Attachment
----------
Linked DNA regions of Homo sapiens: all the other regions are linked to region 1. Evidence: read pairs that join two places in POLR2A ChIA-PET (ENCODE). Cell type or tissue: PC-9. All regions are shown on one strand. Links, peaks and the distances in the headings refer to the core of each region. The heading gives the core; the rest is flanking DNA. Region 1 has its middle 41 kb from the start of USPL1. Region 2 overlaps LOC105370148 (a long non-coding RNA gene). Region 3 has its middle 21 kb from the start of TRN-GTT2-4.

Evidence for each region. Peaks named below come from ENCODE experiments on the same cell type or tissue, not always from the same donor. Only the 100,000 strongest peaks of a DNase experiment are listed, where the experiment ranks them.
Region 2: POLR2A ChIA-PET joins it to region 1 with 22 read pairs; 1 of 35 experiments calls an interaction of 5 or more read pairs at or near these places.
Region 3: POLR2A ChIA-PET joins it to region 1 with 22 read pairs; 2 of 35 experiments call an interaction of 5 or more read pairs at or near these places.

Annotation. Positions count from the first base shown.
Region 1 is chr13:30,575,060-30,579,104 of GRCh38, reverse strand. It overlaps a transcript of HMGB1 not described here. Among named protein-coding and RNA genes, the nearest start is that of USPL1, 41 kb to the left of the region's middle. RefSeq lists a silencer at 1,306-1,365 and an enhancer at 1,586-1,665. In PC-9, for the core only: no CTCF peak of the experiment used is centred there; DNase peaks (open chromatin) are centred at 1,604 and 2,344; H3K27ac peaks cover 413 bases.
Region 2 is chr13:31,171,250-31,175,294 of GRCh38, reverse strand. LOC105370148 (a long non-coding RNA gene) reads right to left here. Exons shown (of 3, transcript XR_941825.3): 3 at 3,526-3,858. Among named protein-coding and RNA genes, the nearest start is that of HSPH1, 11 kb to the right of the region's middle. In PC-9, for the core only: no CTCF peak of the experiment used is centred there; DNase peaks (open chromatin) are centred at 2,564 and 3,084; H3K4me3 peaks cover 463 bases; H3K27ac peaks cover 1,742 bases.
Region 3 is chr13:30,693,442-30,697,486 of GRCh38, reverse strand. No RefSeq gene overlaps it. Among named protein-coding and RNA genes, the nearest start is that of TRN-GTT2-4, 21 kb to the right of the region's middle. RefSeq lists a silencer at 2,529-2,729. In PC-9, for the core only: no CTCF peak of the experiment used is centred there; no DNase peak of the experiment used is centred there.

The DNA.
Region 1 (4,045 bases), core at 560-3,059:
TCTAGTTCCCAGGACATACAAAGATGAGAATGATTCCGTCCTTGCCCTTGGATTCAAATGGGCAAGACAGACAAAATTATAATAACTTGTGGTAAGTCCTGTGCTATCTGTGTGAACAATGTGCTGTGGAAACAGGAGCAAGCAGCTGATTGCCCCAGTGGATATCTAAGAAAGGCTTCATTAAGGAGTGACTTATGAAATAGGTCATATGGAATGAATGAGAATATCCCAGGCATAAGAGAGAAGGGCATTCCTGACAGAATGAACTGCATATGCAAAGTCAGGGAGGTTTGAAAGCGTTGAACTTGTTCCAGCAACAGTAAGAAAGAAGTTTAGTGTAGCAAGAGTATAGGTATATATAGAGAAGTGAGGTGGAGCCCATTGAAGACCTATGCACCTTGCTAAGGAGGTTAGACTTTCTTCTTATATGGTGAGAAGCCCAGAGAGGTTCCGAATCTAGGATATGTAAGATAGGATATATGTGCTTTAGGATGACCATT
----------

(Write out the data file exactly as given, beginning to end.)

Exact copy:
Linked DNA regions of Homo sapiens: all the other regions are linked to region 1. Evidence: read pairs that join two places in POLR2A ChIA-PET (ENCODE). Cell type or tissue: PC-9. All regions are shown on one strand. Links, peaks and the distances in the headings refer to the core of each region. The heading gives the core; the rest is flanking DNA. Region 1 has its middle 41 kb from the start of USPL1. Region 2 overlaps LOC105370148 (a long non-coding RNA gene). Region 3 has its middle 21 kb from the start of TRN-GTT2-4.

Evidence for each region. Peaks named below come from ENCODE experiments on the same cell type or tissue, not always from the same donor. Only the 100,000 strongest peaks of a DNase experiment are listed, where the experiment ranks them.
Region 2: POLR2A ChIA-PET joins it to region 1 with 22 read pairs; 1 of 35 experiments calls an interaction of 5 or more read pairs at or near these places.
Region 3: POLR2A ChIA-PET joins it to region 1 with 22 read pairs; 2 of 35 experiments call an interaction of 5 or more read pairs at or near these places.

Annotation. Positions count from the first base shown.
Region 1 is chr13:30,575,060-30,579,104 of GRCh38, reverse strand. It overlaps a transcript of HMGB1 not described here. Among named protein-coding and RNA genes, the nearest start is that of USPL1, 41 kb to the left of the region's middle. RefSeq lists a silencer at 1,306-1,365 and an enhancer at 1,586-1,665. In PC-9, for the core only: no CTCF peak of the experiment used is centred there; DNase peaks (open chromatin) are centred at 1,604 and 2,344; H3K27ac peaks cover 413 bases.
Region 2 is chr13:31,171,250-31,175,294 of GRCh38, reverse strand. LOC105370148 (a long non-coding RNA gene) reads right to left here. Exons shown (of 3, transcript XR_941825.3): 3 at 3,526-3,858. Among named protein-coding and RNA genes, the nearest start is that of HSPH1, 11 kb to the right of the region's middle. In PC-9, for the core only: no CTCF peak of the experiment used is centred there; DNase peaks (open chromatin) are centred at 2,564 and 3,084; H3K4me3 peaks cover 463 bases; H3K27ac peaks cover 1,742 bases.
Region 3 is chr13:30,693,442-30,697,486 of GRCh38, reverse strand. No RefSeq gene overlaps it. Among named protein-coding and RNA genes, the nearest start is that of TRN-GTT2-4, 21 kb to the right of the region's middle. RefSeq lists a silencer at 2,529-2,729. In PC-9, for the core only: no CTCF peak of the experiment used is centred there; no DNase peak of the experiment used is centred there.

The DNA.
Region 1 (4,045 bases), core at 560-3,059:
TCTAGTTCCCAGGACATACAAAGATGAGAATGATTCCGTCCTTGCCCTTGGATTCAAATGGGCAAGACAGACAAAATTATAATAACTTGTGGTAAGTCCTGTGCTATCTGTGTGAACAATGTGCTGTGGAAACAGGAGCAAGCAGCTGATTGCCCCAGTGGATATCTAAGAAAGGCTTCATTAAGGAGTGACTTATGAAATAGGTCATATGGAATGAATGAGAATATCCCAGGCATAAGAGAGAAGGGCATTCCTGACAGAATGAACTGCATATGCAAAGTCAGGGAGGTTTGAAAGCGTTGAACTTGTTCCAGCAACAGTAAGAAAGAAGTTTAGTGTAGCAAGAGTATAGGTATATATAGAGAAGTGAGGTGGAGCCCATTGAAGACCTATGCACCTTGCTAAGGAGGTTAGACTTTCTTCTTATATGGTGAGAAGCCCAGAGAGGTTCCGAATCTAGGATATGTAAGATAGGATATATGTGCTTTAGGATGACCATT